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 How to Get Out of Prison Early 

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Michael Santos

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In an effort to help people learn ways of how to get out of prison early, I would like to share what I have learned through my personal journey in the criminal justice system.

After a federal judge imposes a sentence, a few mechanisms exist for a person to work toward an earlier release date. One option would be to complete a substance abuse treatment program called Residential Drug Abuse Program (RDAP). A person must meet strict eligibility criteria to qualify. If a person documents the history of substance in the Presentence Investigation Report (PSR), qualifying becomes easier. Some people do not understand the importance of details in a PSR. Those who need to amend an existing PSR to qualify for RDAP may find value in our article on how to get out of prison early. People who do not know they could amend a PSR from inside prison may find value in How to Get Out of Prison Early.

My name is Anil Sahijwani. In 2017, I plead guilty in a Federal court and was sentenced by a judge to four years. If I would have taken the time to better understand my options before sentencing, then I would not have had to pursue a way to get out of prison early while I was incarcerated.

Here Was the Problem Prior to Sentencing

My defense attorney told me about “time credits” I would be receiving if I were to be sentenced to time in prison. He said I would have 54 days taken off of my sentence for each year served if I were to avoid any disciplinary infarctions. He summed it up by saying that I would serve approximately 85% of my prison sentence.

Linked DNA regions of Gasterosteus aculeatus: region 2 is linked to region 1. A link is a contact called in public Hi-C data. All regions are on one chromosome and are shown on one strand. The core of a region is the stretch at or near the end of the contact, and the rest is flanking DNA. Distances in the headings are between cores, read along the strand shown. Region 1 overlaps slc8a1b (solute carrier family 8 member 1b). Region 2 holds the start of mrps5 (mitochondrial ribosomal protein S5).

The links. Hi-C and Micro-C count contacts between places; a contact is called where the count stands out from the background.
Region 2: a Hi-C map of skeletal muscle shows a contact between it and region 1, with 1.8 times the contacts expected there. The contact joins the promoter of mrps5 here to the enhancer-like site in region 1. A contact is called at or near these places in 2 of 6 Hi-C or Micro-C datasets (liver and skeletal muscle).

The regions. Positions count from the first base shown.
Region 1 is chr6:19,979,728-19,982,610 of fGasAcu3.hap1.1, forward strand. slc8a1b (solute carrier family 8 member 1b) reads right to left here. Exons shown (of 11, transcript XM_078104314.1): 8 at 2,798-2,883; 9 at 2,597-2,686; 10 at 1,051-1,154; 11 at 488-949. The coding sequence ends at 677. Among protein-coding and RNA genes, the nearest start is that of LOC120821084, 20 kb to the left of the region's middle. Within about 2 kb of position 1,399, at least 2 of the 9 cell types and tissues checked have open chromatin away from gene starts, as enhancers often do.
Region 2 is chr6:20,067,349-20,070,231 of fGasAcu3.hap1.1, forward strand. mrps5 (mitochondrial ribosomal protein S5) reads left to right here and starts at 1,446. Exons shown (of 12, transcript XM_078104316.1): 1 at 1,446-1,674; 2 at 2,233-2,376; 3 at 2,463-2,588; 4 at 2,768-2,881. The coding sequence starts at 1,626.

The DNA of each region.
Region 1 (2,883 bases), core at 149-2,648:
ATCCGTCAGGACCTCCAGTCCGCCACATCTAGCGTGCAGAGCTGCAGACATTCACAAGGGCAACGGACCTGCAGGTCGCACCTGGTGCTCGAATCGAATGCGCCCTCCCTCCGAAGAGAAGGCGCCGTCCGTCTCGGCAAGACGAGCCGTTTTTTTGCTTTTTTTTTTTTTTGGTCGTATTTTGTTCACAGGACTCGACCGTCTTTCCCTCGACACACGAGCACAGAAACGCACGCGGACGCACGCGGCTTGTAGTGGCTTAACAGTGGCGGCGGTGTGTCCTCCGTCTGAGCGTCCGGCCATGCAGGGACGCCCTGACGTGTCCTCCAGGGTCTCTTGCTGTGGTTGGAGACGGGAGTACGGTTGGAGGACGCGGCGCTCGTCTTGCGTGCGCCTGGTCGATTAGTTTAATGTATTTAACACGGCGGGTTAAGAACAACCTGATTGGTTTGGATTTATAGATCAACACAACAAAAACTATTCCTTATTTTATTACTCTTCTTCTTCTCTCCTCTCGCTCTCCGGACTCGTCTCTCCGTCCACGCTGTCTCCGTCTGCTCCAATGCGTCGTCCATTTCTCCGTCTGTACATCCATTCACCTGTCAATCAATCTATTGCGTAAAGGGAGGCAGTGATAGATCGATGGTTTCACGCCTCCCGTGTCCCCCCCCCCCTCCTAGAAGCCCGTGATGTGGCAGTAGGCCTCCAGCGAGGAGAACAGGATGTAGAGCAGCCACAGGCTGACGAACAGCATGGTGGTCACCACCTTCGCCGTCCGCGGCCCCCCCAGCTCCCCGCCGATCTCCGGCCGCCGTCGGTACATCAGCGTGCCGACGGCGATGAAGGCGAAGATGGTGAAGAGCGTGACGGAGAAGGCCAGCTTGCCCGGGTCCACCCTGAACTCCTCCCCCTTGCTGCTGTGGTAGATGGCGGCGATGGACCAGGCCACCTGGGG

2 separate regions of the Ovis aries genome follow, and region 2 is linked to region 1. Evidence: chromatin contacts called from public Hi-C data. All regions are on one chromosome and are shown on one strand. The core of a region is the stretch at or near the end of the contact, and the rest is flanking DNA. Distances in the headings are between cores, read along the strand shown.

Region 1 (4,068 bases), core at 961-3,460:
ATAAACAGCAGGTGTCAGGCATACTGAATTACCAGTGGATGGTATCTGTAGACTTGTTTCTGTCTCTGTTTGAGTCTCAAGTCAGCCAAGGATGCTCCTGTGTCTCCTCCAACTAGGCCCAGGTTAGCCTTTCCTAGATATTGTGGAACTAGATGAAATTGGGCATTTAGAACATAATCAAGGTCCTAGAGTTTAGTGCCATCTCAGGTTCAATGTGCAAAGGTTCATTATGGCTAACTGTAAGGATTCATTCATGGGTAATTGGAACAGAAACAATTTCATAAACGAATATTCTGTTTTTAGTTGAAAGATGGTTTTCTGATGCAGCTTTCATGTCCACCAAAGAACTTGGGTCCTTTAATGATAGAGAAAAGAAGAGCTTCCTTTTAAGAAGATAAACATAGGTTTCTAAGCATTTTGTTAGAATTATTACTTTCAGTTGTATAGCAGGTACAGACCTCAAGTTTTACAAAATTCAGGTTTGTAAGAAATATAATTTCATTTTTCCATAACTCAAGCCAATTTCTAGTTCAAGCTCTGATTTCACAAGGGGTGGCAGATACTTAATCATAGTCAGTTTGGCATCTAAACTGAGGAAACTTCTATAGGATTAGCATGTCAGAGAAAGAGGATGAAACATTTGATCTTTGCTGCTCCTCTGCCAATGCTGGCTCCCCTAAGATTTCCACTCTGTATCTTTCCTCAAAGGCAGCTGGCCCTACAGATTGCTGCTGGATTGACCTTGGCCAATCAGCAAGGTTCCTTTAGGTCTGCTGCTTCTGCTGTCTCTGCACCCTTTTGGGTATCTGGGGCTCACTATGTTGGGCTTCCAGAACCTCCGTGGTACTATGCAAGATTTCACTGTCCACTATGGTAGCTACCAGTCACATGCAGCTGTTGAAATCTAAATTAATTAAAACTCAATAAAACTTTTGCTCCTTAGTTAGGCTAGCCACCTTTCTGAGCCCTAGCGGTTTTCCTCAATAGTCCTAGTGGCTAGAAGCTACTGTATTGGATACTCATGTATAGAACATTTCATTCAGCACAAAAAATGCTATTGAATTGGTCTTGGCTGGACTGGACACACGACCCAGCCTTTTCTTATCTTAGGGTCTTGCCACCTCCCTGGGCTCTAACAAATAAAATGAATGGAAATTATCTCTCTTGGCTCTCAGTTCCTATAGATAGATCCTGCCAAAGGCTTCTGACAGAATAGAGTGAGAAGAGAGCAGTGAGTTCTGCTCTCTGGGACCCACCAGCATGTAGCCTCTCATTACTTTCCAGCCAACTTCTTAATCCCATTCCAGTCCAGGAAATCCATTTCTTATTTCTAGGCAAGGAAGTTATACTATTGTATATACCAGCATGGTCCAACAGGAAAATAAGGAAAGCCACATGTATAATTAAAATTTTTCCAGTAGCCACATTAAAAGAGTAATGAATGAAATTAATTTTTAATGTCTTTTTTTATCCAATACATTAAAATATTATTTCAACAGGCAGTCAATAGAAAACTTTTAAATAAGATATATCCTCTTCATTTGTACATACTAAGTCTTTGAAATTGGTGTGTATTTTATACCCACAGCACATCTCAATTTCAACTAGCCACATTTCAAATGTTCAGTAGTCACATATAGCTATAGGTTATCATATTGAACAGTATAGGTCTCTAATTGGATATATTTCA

He also asked me if I had any issues with alcohol or drugs. I denied anything of the sort, even though I had a history of alcohol abuse. I intentionally withheld the truth out of fear that a substance abuse issue would make matters much worse for me at sentencing. Nothing further was said and we moved on, so I didn’t think anything more of it.

I did not perform my own due diligence in researching mitigation strategies, but instead chose to rely entirely on my defense attorney for total guidance. To secure the best possible outcome for my future requires me to actively prepare and participate in making changes to succeed.

What Happens When People Don’t Understand a Presentence Investigation Report (PSR)?

A Presentence Investigation Report (PSR) is written by probation officers to provide a summary of a person’s background, guideline recommendations, and his or her overall opinion. The procedure of the Presentence Investigation (PSI) begins after a defendant has plead guilty.

The PSR is a very important document that it is read by judges and prison administrators when making their assessments. It is a person’s opportunity to honest and open about his or her life in hopes to reach the best outcome possible. If anything is omitted from the PSR, then it is as if that piece of history never occurred.

Our team at Prison Professors has worked with thousands of people in their pre-trial phase helping them to prepare for their sentencing hearings. Based on their own personal journeys through the criminal justice system, our team members are able to share their knowledge on how to best prepare for the PSI and ultimately have a PSR that provides the best possible outcome. The link below provides an article to help understand the PSR: